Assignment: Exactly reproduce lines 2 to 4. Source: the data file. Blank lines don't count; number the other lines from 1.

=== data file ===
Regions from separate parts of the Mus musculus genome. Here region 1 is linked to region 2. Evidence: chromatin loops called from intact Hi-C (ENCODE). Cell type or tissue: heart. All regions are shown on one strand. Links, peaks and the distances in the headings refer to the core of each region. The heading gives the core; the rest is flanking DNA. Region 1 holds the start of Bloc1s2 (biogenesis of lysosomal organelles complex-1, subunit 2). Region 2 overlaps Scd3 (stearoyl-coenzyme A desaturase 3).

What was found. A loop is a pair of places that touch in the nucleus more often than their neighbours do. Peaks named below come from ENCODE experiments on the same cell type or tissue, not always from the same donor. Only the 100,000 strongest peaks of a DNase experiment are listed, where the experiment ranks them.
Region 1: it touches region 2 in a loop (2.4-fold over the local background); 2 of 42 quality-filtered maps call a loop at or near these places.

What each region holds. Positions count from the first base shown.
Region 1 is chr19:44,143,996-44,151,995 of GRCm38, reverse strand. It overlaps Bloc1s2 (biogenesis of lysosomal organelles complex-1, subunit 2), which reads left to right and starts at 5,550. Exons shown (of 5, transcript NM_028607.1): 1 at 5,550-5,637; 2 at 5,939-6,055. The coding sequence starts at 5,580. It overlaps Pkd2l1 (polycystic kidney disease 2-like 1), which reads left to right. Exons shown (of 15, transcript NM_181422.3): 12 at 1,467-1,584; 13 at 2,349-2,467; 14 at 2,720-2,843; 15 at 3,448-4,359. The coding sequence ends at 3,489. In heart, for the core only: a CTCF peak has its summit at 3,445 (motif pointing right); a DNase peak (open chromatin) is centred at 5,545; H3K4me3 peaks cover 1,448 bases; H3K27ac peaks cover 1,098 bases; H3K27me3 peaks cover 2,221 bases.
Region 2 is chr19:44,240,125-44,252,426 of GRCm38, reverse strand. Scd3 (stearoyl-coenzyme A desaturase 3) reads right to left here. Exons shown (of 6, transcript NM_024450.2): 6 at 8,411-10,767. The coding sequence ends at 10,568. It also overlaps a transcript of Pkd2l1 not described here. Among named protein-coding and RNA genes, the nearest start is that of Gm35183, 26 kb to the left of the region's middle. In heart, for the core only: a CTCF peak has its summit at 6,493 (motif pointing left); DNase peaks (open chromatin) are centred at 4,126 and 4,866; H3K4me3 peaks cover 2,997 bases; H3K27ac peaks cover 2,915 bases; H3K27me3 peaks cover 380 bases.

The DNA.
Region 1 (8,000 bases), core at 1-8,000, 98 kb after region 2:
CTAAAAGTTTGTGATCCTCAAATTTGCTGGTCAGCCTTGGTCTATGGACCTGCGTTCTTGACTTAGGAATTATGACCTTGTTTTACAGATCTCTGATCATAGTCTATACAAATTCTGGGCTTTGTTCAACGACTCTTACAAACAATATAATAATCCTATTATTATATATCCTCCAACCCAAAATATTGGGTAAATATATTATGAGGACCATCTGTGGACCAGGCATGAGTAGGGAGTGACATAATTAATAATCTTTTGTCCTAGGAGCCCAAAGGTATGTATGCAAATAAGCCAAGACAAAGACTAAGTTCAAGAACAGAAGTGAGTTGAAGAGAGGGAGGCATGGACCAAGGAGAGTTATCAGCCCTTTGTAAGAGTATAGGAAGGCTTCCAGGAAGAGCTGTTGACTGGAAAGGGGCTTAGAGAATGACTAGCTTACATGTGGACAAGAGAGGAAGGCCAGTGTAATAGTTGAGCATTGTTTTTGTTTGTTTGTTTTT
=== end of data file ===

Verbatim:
What was found. A loop is a pair of places that touch in the nucleus more often than their neighbours do. Peaks named below come from ENCODE experiments on the same cell type or tissue, not always from the same donor. Only the 100,000 strongest peaks of a DNase experiment are listed, where the experiment ranks them.
Region 1: it touches region 2 in a loop (2.4-fold over the local background); 2 of 42 quality-filtered maps call a loop at or near these places.

What each region holds. Positions count from the first base shown.